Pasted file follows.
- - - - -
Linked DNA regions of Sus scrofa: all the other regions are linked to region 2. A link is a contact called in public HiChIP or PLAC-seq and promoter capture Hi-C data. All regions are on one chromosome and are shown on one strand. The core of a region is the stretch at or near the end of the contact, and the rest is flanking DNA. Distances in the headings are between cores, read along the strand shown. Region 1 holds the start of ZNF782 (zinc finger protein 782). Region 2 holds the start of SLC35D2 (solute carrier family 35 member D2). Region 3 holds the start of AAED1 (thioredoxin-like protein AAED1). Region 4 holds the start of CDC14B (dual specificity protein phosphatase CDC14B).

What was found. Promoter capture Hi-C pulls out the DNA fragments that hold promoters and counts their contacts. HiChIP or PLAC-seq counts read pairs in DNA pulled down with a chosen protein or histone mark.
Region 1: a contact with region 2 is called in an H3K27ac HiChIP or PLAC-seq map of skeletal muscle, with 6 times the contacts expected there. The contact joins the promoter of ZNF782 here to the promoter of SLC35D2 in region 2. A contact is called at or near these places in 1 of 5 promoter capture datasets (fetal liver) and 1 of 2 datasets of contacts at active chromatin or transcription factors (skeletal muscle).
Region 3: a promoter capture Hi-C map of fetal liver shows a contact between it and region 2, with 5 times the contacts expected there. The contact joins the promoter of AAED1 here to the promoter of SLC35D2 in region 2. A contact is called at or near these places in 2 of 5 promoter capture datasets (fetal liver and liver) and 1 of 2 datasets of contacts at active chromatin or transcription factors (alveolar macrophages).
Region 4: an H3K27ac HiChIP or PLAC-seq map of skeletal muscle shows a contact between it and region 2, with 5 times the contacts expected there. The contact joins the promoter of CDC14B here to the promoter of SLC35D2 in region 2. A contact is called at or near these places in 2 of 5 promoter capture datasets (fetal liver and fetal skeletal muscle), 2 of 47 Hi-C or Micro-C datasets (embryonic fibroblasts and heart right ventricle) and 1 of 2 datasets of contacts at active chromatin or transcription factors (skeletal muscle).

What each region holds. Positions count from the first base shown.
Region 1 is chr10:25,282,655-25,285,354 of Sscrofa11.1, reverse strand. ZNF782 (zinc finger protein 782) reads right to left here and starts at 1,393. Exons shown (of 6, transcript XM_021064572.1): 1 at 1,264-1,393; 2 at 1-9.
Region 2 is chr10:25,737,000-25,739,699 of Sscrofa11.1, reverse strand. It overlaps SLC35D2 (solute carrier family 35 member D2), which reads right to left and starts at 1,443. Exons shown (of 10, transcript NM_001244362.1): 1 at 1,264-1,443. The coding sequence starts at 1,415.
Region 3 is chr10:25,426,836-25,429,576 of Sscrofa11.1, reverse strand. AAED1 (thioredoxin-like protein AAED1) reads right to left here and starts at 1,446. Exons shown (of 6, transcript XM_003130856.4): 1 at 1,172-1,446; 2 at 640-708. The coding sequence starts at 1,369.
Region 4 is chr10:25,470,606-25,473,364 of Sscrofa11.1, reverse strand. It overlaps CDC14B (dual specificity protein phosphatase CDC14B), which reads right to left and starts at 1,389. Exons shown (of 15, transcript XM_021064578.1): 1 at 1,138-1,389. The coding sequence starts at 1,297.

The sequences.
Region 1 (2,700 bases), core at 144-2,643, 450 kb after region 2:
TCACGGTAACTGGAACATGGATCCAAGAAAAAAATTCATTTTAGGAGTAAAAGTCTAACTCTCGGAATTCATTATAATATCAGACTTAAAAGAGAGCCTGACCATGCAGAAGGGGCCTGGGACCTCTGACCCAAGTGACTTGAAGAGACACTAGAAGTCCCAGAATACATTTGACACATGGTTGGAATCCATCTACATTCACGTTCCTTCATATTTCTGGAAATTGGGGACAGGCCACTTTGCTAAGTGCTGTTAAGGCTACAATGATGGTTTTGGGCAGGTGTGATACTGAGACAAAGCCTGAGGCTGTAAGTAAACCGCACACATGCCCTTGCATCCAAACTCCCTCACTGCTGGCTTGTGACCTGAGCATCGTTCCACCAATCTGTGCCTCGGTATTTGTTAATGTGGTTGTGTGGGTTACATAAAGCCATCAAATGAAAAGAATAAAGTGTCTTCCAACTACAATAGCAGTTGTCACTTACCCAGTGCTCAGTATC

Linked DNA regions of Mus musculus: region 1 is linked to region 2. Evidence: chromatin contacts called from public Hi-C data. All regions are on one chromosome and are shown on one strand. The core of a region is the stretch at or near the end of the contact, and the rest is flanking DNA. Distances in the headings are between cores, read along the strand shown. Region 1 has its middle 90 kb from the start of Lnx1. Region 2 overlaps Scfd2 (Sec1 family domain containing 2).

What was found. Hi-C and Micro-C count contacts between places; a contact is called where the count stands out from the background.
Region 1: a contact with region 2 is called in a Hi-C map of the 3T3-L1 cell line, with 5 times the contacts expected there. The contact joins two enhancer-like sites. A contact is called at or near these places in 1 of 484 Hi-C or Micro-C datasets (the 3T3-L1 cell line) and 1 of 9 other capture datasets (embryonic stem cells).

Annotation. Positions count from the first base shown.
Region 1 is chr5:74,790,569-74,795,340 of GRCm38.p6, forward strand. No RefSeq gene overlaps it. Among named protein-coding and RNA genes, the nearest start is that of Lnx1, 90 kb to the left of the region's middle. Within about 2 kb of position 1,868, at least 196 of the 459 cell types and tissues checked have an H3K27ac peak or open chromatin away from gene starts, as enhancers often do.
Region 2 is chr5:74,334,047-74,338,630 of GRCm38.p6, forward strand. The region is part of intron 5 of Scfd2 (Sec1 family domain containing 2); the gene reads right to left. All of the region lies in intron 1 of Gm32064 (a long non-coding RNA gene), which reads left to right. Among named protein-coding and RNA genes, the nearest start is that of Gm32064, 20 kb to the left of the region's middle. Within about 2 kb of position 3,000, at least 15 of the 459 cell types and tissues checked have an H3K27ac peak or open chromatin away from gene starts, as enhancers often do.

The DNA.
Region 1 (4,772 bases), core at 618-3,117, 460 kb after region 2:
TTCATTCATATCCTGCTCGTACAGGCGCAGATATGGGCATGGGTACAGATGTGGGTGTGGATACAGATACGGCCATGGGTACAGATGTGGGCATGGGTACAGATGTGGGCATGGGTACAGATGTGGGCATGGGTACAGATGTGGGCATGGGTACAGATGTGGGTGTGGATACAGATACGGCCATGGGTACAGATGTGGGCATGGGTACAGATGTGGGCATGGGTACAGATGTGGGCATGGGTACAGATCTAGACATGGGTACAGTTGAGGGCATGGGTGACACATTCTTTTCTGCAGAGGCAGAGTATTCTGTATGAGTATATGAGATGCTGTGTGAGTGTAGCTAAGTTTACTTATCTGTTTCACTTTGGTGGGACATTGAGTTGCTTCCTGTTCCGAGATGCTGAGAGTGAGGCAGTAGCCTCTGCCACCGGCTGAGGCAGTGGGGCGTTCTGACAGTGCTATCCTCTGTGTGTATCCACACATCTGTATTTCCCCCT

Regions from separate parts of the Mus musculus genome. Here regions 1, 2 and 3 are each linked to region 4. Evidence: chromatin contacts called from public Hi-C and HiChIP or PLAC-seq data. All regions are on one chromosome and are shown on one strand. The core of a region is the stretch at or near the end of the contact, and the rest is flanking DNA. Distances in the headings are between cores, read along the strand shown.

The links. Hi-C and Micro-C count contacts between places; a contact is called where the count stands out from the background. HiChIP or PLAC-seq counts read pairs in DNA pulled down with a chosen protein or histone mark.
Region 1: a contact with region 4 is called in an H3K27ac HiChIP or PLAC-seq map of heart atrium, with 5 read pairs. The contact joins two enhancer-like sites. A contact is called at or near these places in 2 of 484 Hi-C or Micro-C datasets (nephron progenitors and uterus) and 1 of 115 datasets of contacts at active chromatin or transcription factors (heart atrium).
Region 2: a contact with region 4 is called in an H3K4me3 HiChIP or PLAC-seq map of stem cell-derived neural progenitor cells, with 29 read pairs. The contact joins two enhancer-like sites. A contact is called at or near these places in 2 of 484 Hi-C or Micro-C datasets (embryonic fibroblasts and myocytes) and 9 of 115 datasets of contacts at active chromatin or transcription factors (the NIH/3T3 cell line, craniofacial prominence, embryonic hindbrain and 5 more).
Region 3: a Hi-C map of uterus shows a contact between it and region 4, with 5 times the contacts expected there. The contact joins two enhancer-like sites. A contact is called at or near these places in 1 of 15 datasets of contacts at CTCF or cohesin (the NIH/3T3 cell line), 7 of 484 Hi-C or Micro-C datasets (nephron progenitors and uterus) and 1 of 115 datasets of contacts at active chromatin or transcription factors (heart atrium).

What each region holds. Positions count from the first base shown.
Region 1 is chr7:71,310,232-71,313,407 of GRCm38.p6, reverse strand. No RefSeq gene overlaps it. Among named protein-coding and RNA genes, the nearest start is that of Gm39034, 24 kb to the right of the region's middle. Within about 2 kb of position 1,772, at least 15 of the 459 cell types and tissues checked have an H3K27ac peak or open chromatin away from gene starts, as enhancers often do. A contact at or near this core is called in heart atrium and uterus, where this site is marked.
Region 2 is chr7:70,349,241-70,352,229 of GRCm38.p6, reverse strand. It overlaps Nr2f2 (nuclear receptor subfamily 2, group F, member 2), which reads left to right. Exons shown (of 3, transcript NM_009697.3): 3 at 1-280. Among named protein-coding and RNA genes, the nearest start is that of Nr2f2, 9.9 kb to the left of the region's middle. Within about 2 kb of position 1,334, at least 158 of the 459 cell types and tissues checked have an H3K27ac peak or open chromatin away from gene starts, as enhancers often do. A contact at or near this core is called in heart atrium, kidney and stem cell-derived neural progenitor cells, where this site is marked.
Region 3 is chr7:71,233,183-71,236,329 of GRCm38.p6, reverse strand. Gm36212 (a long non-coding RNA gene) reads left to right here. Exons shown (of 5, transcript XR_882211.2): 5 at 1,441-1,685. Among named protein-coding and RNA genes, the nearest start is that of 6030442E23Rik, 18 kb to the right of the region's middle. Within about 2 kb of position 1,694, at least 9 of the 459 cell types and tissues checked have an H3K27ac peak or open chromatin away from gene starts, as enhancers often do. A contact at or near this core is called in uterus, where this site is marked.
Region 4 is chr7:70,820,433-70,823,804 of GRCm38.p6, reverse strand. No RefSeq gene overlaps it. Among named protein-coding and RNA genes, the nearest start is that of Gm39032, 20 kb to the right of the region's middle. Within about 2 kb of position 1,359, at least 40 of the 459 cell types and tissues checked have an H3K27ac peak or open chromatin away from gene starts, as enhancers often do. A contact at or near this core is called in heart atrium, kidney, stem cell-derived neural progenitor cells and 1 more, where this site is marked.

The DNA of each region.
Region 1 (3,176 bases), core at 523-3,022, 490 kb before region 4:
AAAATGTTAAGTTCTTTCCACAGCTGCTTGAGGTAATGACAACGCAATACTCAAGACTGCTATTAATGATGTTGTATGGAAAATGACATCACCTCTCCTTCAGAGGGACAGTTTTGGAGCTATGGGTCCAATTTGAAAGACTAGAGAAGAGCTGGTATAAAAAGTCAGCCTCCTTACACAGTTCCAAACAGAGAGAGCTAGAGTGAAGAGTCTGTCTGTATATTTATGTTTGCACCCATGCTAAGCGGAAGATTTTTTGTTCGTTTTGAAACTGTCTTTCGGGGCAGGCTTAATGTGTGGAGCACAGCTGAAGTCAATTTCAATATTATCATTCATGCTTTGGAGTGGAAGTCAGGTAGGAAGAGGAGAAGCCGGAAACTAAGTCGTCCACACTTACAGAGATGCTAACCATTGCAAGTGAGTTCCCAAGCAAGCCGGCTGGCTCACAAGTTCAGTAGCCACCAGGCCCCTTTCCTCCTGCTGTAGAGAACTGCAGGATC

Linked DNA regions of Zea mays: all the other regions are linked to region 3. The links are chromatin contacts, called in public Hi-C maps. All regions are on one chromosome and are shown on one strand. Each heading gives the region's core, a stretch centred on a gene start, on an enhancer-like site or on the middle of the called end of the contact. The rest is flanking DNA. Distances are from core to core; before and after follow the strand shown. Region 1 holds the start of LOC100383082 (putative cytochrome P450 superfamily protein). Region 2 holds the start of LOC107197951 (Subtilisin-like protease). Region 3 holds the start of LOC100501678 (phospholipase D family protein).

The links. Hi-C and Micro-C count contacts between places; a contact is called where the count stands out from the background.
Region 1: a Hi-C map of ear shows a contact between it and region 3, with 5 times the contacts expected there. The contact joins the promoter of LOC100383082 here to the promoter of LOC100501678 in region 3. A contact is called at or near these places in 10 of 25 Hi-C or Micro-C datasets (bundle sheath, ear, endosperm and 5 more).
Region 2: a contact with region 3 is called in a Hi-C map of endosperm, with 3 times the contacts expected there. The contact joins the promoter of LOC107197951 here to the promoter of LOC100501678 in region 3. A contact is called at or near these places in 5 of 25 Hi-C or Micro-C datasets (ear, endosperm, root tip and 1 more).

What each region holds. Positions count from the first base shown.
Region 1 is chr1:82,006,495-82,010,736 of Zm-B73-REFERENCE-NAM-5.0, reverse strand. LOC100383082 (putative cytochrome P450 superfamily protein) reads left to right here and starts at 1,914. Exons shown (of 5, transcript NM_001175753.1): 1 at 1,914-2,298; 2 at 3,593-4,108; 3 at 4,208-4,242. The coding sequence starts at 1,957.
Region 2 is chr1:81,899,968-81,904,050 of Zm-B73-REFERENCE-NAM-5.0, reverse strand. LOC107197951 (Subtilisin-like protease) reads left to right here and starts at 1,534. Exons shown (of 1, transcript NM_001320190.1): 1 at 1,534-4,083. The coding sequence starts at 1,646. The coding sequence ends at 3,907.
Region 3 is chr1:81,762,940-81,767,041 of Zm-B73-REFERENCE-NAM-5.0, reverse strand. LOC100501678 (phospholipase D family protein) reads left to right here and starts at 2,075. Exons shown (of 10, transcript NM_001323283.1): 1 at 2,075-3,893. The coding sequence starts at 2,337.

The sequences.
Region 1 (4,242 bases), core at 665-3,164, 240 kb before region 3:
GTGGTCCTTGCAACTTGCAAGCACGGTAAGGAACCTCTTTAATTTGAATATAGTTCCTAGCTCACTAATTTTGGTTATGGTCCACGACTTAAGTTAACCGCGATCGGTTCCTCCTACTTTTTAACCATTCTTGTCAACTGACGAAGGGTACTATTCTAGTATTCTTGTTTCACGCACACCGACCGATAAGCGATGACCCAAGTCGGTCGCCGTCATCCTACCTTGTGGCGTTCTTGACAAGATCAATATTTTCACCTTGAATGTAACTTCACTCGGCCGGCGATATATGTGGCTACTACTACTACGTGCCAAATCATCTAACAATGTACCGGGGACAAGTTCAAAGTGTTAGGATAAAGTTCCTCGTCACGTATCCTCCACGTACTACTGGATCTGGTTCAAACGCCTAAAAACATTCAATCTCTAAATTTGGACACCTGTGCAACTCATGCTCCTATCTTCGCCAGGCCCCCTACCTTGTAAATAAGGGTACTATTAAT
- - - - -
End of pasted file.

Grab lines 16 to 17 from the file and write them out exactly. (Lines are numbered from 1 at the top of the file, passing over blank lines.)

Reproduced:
Region 1: a contact with region 2 is called in a Hi-C map of the 3T3-L1 cell line, with 5 times the contacts expected there. The contact joins two enhancer-like sites. A contact is called at or near these places in 1 of 484 Hi-C or Micro-C datasets (the 3T3-L1 cell line) and 1 of 9 other capture datasets (embryonic stem cells).

Annotation. Positions count from the first base shown.